By Karen Freifeld

NEW YORK (Reuters) - Bank of Tokyo-Mitsubishi UFJ has agreed to pay $250 million to New York state for systematically stripping out information from $100 billion in transactions involving sanctioned countries, including Iran, Sudan and Myanmar.

The bank deleted wire transfer information for nearly 28,000 transactions that went through New York and could have been used to identify the countries and other entities that were subject to international sanctions between 2002 and 2007, New York Governor Andrew Cuomo said in a statement on Thursday.

Bank of Tokyo-Mitsubishi, owned by Mitsubishi UFJ Financial Group Inc , said in a statement it entered into the agreement to "resolve issues relating to certain U.S. dollar payments routed through New York" and would continue to work with its regulators.

It added it has been "cooperating fully with its regulators on these matters."

In a similar case, the state Department of Financial Services settled with British bank Standard Chartered Plc last August for $340 million for breaking U.S. sanctions against Iran and other countries.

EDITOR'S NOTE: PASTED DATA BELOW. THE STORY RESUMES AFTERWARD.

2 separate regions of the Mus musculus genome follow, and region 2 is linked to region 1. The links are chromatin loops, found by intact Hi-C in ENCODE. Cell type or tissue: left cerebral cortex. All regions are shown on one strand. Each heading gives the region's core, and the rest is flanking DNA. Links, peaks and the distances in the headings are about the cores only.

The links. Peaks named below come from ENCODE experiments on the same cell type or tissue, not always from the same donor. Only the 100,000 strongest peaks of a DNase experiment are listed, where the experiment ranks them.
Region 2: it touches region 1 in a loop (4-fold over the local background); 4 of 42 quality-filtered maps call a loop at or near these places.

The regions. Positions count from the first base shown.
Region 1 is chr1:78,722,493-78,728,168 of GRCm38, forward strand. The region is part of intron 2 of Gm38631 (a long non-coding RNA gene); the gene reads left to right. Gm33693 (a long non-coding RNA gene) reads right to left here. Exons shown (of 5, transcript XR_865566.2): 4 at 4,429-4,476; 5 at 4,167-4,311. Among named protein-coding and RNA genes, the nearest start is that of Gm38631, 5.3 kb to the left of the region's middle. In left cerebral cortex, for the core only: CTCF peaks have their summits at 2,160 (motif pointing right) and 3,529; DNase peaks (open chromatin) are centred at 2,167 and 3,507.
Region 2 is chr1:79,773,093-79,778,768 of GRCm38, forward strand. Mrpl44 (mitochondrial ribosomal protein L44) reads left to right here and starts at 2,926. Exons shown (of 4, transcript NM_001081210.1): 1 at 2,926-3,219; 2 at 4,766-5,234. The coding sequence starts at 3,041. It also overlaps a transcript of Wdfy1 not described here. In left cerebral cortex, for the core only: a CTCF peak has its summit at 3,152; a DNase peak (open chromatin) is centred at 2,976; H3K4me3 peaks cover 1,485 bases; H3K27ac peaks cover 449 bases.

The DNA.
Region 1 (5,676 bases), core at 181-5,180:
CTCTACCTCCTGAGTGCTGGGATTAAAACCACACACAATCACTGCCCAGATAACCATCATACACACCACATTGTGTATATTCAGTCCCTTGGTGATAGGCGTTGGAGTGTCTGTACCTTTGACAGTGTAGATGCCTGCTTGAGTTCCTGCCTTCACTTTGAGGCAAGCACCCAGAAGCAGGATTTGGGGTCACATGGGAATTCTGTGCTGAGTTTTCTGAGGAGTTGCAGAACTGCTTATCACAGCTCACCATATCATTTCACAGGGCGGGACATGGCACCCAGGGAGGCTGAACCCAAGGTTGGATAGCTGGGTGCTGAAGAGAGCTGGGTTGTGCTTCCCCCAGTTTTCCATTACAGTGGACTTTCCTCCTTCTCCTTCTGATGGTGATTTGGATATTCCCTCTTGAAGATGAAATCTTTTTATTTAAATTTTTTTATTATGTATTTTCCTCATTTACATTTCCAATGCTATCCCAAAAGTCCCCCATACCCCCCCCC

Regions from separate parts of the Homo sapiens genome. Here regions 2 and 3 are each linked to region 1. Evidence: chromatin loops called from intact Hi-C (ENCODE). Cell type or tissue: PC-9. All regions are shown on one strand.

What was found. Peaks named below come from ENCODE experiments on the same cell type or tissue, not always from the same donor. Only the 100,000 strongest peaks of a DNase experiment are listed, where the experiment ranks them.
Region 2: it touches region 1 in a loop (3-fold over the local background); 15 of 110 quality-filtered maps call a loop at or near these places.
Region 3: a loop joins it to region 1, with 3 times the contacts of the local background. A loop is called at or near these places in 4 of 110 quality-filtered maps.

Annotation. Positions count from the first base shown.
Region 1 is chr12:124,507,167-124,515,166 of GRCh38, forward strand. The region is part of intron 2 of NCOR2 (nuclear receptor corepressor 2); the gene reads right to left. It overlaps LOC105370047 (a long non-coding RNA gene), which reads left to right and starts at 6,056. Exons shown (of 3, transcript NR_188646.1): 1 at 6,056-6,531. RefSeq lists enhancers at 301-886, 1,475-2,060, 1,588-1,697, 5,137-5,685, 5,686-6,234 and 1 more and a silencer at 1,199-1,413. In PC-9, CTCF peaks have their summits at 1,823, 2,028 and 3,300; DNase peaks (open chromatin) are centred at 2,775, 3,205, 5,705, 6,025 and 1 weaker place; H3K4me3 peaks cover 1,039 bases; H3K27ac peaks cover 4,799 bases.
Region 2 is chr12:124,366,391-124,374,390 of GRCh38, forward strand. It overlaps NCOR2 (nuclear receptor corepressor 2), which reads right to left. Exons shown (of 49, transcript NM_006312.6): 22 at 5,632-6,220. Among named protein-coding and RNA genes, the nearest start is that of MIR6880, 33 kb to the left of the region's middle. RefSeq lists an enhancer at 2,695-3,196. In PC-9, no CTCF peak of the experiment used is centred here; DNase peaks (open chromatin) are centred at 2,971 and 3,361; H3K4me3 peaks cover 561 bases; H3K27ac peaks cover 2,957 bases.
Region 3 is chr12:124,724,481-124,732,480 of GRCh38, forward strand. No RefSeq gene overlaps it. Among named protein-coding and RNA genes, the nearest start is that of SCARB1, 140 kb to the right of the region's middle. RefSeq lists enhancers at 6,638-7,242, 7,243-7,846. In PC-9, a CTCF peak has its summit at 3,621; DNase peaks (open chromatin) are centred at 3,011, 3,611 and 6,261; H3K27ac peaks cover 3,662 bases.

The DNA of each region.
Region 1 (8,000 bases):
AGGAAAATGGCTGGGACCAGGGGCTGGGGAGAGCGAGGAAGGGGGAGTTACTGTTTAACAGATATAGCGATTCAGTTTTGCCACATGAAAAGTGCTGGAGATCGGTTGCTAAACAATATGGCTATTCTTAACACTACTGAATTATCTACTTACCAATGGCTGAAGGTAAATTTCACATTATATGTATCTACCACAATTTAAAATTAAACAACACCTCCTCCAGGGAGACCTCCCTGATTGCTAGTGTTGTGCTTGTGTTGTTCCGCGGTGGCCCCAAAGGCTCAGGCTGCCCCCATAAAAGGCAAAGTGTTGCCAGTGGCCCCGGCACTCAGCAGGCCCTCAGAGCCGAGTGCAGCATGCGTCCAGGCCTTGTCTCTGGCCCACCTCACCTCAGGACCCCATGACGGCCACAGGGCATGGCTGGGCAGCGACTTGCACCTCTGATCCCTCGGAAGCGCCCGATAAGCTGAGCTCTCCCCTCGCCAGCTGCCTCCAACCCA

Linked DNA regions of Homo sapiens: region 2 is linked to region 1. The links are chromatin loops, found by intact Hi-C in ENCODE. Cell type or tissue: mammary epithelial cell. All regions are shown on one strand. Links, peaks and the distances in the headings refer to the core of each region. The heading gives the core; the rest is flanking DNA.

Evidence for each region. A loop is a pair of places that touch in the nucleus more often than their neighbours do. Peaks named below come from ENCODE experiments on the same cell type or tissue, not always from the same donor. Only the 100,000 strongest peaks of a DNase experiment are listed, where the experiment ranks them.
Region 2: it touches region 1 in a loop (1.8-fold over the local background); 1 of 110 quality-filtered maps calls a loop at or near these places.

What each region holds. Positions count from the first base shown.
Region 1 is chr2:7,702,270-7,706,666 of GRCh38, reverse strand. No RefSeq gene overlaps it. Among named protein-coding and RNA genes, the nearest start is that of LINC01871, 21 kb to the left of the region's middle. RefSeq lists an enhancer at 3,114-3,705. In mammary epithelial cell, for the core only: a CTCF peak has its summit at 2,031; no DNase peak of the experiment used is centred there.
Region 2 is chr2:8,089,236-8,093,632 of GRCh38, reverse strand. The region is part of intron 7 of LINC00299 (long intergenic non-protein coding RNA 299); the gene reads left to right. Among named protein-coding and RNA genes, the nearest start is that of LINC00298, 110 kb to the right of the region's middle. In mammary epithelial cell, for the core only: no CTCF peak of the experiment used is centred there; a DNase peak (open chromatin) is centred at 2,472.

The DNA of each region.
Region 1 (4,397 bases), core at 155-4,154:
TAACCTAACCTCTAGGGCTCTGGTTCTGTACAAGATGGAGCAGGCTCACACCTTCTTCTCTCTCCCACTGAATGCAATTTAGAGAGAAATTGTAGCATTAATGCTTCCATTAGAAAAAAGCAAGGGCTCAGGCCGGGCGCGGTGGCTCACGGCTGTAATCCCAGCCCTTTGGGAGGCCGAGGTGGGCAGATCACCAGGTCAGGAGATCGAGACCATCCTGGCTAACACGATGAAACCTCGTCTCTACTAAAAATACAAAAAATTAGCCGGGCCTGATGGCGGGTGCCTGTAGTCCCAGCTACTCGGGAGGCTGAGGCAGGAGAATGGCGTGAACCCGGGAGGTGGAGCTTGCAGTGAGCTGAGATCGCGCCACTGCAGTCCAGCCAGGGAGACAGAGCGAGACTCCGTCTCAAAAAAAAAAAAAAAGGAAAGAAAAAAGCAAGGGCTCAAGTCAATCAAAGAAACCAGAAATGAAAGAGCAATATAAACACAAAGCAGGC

Standard Chartered agreed to pay an additional $327 million to resolve similar allegations made by U.S. agencies in December.

Employees at Bank of Tokyo-Mitsubishi were instructed to omit information showing the transactions involved an "enemy country" in order to avoid freezing the funds, Cuomo said in a statement.

The bank also agreed to hire an independent consultant for a year to evaluate its compliance in the New York branch and report to the state.

(Reporting by Karen Freifeld; Editing by Gerald E. McCormick and Jeffrey Benkoe)

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